The imposition of Goods and Services Tax (GST) in India has hit Dungsam Cement Corporation Limited (DCCL) of Bhutan, which was once called the country’s cash cow when it was first established, reports Bhutan’s national daily Kuensel.
Since all imported goods coming into the country from India are zero taxed, the country experienced a consumer price drop in commodities like fuel, vehicles and construction materials.
DCCL, a Druk Holding and Investments (DHI) owned company, started with losses in billions. At a time the company was about to come out of the red, the India’s goods and services tax (GST) has killed all its dreams.
In the earlier regime, Bhutanese manufacturers exporting to India are levied with 14.5 percent value added tax (VAT). However, for Indian manufacturers, an excise duty of 12.5 percent was levied (which was exempted for Bhutanese manufacturers) in addition to the VAT. So, Bhutanese cement enjoyed an advantage of 15 percent, including landing charges and insurance.
After the implementation of GST, in India on July 1, 17 forms of state and central taxes were subsumed under one regime. Exports going out of India are zero taxed while imports to India come with IGST (integrated goods and services tax). This means a level playing field is facilitated between inter-state trade and imports into India in terms of taxes.
“For Indian cement manufacturers, moving from a VAT regime to GST is simply a change in name as the effective tax rate is the same (28 percent),” said board director of DCCL and an analyst with DHI, Sherab Namgay.
After the GST, Dragon Cement produced by DCCL is also slapped with 28 percent IGST. Including the insurance and landing charges, total levy comes to 30.125 percent.
Real level-playing field actually is non-existent given other incentives Indian manufactures enjoy, particularly DCCL’s primary competitors in the North East states of India. As many as 4,284 industrial units in the North East and Himalayan states are granted relief from the GST in form of GST refund.
IGST is levied on imports coming to India. For inter-state trade, instead of IGST, central GST (CGST) and State GST (SGST) are levied. But the effective tax rate of CGST and SGST combined is equal to IGST.
For cement manufacturers in the North East, 14 percent of CGST is refunded by the central government. This makes cement from the North East cheaper. In addition, GST regime grants freight subsidy of up to 90 percent. This makes transportation cost for the Indian manufacturers cheaper by 90 percent.
Indian cement manufacturers are also given input tax credit, which is as good as exemption. Input tax credit is the credit manufacturers receive for paying taxes towards buying raw materials used in the manufacture of products.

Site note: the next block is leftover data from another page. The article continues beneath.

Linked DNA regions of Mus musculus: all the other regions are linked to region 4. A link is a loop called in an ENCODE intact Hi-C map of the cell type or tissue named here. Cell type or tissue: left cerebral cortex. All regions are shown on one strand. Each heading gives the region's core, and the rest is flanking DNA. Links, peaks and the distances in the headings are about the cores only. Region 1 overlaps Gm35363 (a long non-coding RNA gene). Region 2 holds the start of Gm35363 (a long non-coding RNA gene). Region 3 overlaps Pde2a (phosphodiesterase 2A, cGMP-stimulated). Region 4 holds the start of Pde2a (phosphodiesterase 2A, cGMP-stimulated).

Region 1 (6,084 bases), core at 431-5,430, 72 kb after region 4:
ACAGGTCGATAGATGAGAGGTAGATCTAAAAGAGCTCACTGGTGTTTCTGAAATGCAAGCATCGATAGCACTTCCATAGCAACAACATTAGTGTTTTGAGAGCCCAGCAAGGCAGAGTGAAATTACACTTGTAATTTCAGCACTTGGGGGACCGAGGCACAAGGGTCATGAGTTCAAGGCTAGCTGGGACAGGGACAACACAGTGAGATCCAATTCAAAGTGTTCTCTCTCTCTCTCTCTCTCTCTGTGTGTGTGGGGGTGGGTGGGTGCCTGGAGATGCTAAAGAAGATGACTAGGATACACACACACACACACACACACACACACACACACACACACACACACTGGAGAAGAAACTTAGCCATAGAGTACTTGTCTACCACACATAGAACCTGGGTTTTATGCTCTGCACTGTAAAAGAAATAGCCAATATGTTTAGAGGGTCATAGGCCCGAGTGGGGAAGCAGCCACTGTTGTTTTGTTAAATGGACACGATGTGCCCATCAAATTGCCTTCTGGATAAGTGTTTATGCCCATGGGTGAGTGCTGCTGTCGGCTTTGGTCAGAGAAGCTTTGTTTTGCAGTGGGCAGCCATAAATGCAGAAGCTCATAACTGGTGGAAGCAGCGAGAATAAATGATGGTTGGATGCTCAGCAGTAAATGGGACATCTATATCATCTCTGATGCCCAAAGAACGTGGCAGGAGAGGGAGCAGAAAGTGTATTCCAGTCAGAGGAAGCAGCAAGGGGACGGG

“This way the level playing field on the tax front is eroded by such incentives,” sherab Namgay said.
This is not the only agony the company is facing. As worthy as the financial implication, administrative hurdles are adding fuel to the fire.
Sherab Namgay said that there is no preparedness on the part of Indian customs station at the Khamardwisa post in Assam. “GST is supposed to be an online system, but there is no Internet connectivity at the check post,” he said.
So, the transporter and distributors in India will have to avail of a bill of entry from company, take that to Guwahati to avail of GST slip, deposit the tax in a bank, and then head back to Khamardwisa post to allow the entry of trucks to India.
“Trucks are held up for days and it does not make business sense for transporters too,” Sherab Namgay said, adding that trucks coming to Dungsam are decreasing by the day.
The board and the management are going all out to explore ways to address the adverse impact of GST. The company has appointed numerous sales and marketing agent in India. The company is also targeting institutional buyers like hydropower projects and infrastructure development projects in India.
The company is also trying to shift its focus from Portland Pozzolana Cement to that of Ordinary Portland Cement, as the later fetches higher price.
“The DHI board and management of DCCL is going all out to turn around the GST implication this year,” Sherab Namgay said. “Had it not been for the GST, DCCL would have experienced a drastic drop in losses.”
The management is also working on a proposal to be submitted to the government seeking its interventions wherever possible.
DCCL has been selling its products in the entire North Eastern states of India such as Assam, Arunachal Pradesh, Manipur, Mizoram, Meghalaya, Tripura, and North Bengal, including Sikkim and East Bihar.
The initial cost of establishing the DCCL was Nu 10.5B, most of which was raised as loan from consortium of Indian Banks. To shed its high interest bearing financing cost, the company resorted to inter-corporate borrowing and offered bonds at a lower interest. Following this, the company managed to reduce its losses by Nu 284.6M in 2016, which is a drop from Nu 1.03B in 2015 to Nu 755M in 2016.